Overview: I decided to read this book because it was on Ryan Holiday’s top books of 2014 list. As in previous years, I wasn’t disappointed with his recwwommendation. The Heart of the Sea is a story about the 1820 journey of a Nantucket whaleship known as the Essex. The ship is plagued by troubles from the onset of the expedition, and the tone is set after the boat nearly capsizes in the first days after leaving the port. Eventually the ship is rammed by a giant sperm whale, causing the Essex to sink, and leaving the crew with a limited amount of supplies spread out among twenty men and three whaleboats (smallest boats used in the capture of the whales). The men endure ninety some days at sea on their small boats, facing severe consequences of starvation, and ultimately resorting to cannibalism in order for a select few to survive.
The story opens you up to a world that is hard to believe ever existed. There was a lot of money to be made in whaling (through the extraction of whale oil), but the difficulty and risk that came with it was insane. This is a truly incredible story that will take you on a journey to the edges of the human primal instinct.
Lesson: In the face of sustained deprivation of the most basic human needs, we are capable of being overwhelmed with some of the most primal instincts as we fight for our survival. As disturbing as something like cannibalism is to think about, after learning about the late stages of starvation in this book, I can understand how it happens.
Several other lessons can be taken from this book (if the captain would have trusted his initial decisions instead of being swayed by the crew the situation likely wouldn’t have been as dire), and in general learning about something I knew nothing about was fascinating.
Important Passages (Per Sean):
EVEN though it is little remembered today, the sinking of the whale-ship Essex by an enraged sperm whale was one of the most well -known marine disasters of the nineteenth century. Nearly every child in America read about it in school . It was the event that inspired the climactic scene of Herman Melville’s Moby-Dick.
Still, the portrait that emerges— of a community of achievers attempting to cope with a potentially devastating loneliness— makes the women’s dependence on opium perhaps easier to understand. The ready availability of the drug on the island (opium was included in every whaleship’s medical chest) combined with the inhabitants’ wealth may also help to explain why the drug was so widely used in Nantucket.
In a tight spot , a captain didn’t care if a seaman was white or black; he just wanted to know he could count on the man to complete his appointed task.
It was more than a realization that the whaling life might be harsher than he had been led to believe. Now that the island had slipped over the horizon, Nickerson began to understand, as only an adolescent on the verge of adulthood can understand, that the carefree days of childhood were gone forever: “Then it was that I, for the first time, realized that I was alone upon a wide and an unfeeling world . . . without one relative or friend to bestow one kind word upon me.” Not till then did Nickerson begin to appreciate “the full sacrifice that I had made.”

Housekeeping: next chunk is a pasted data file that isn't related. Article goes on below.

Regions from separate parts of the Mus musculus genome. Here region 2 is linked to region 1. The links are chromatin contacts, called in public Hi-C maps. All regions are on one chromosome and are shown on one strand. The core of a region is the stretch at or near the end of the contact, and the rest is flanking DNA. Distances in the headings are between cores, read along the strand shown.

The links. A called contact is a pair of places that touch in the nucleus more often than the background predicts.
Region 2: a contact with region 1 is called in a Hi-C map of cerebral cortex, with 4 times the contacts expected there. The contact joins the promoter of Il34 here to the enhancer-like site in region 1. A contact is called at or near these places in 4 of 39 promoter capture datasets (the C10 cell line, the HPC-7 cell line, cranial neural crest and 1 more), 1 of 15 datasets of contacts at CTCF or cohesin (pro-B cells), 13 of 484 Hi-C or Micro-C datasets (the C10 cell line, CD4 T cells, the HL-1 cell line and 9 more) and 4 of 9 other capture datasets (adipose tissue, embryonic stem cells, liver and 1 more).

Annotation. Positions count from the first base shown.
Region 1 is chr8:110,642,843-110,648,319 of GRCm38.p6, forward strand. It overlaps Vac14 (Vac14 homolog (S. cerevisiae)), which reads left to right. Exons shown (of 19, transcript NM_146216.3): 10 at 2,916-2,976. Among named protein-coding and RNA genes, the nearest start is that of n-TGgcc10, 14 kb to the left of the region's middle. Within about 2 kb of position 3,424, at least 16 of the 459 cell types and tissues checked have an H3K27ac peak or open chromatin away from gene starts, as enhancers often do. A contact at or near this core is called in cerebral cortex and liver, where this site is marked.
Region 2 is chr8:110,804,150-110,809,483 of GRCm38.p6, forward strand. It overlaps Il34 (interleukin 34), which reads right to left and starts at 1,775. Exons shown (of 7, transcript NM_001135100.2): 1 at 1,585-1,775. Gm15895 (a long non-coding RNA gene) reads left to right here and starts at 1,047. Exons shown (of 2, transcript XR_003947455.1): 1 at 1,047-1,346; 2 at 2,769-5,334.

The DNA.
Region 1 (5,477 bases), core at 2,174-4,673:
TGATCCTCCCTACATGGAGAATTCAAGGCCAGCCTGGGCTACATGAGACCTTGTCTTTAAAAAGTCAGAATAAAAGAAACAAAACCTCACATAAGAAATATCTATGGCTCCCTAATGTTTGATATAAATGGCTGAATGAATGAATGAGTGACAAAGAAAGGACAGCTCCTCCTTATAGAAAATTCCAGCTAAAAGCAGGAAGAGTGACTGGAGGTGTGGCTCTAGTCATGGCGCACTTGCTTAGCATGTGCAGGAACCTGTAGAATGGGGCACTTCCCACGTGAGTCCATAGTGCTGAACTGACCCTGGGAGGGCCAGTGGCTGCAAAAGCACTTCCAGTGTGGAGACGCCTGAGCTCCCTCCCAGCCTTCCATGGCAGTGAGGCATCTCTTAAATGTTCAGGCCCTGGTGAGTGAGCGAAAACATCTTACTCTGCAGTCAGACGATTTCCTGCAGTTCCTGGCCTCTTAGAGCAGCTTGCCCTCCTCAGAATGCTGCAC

When a ship is heeled over by forty-five degrees or more, her hull might be compared to a fat man on the short end of a lopsided seesaw.
“It is painful to witness the death of the smallest of God’s created beings , much more, one in which life is so vigorously maintained as the Whale! And when I saw this, the largest and most terrible of all created animals bleeding, quivering , dying a victim to the cunning of man, my feelings were indeed peculiar!”
ambergris is a fatty substance used to make perfume and was worth more than its weight in gold.
Just as the skinned corpses of buffaloes would soon dot the prairies of the American West, so did the headless gray remains of sperm whales litter the Pacific Ocean in the early nineteenth century.
It was acting strangely. Instead of fleeing in panic, it was floating quietly on the surface of the water, puffing occasionally through its blowhole, as if it were watching them. After spouting two or three times, the whale dove, then surfaced less than thirty-five yards from the ship.
Never before, in the entire history of the Nantucket whale fishery, had a whale been known to attack a ship. In 1807 the whaleship Union had accidentally plowed into a sperm whale at night and sunk, but something very different was happening here.
With only a few casks of wine to share among more than 150 people, the raft quickly became a chaotic hell ship. Vicious fighting broke out between a faction of alcohol-crazed soldiers and some more levelheaded but equally desperate settlers. Two weeks later, when the brig Argus sighted the raft, only fifteen people were left alive.
Strangest of all, as their eyes sunk into their skulls and their cheekbones projected, they all began to look alike, their identities obliterated by dehydration and starvation.
“it could neither be remedied, nor could sorrow secure their return; but it was impossible to prevent ourselves feeling all the poignancy and bitterness that characterizes the separation of men who have long suffered in each other’s company, and whose interests and feelings fate had so closely linked together.”
For as long as men had been sailing the world’s oceans, famished sailors had been sustaining themselves on the remains of dead shipmates. By the early nineteenth century, cannibalism at sea was so widespread that survivors often felt compelled to inform their rescuers if they had not resorted to it since, according to one historian, “suspicion of this practice among starving castaways was a routine reaction .”
Two months after deciding to spurn the Society Islands because, in Pollard’s words, “we feared we should be devoured by cannibals,” they were about to eat one of their own shipmates.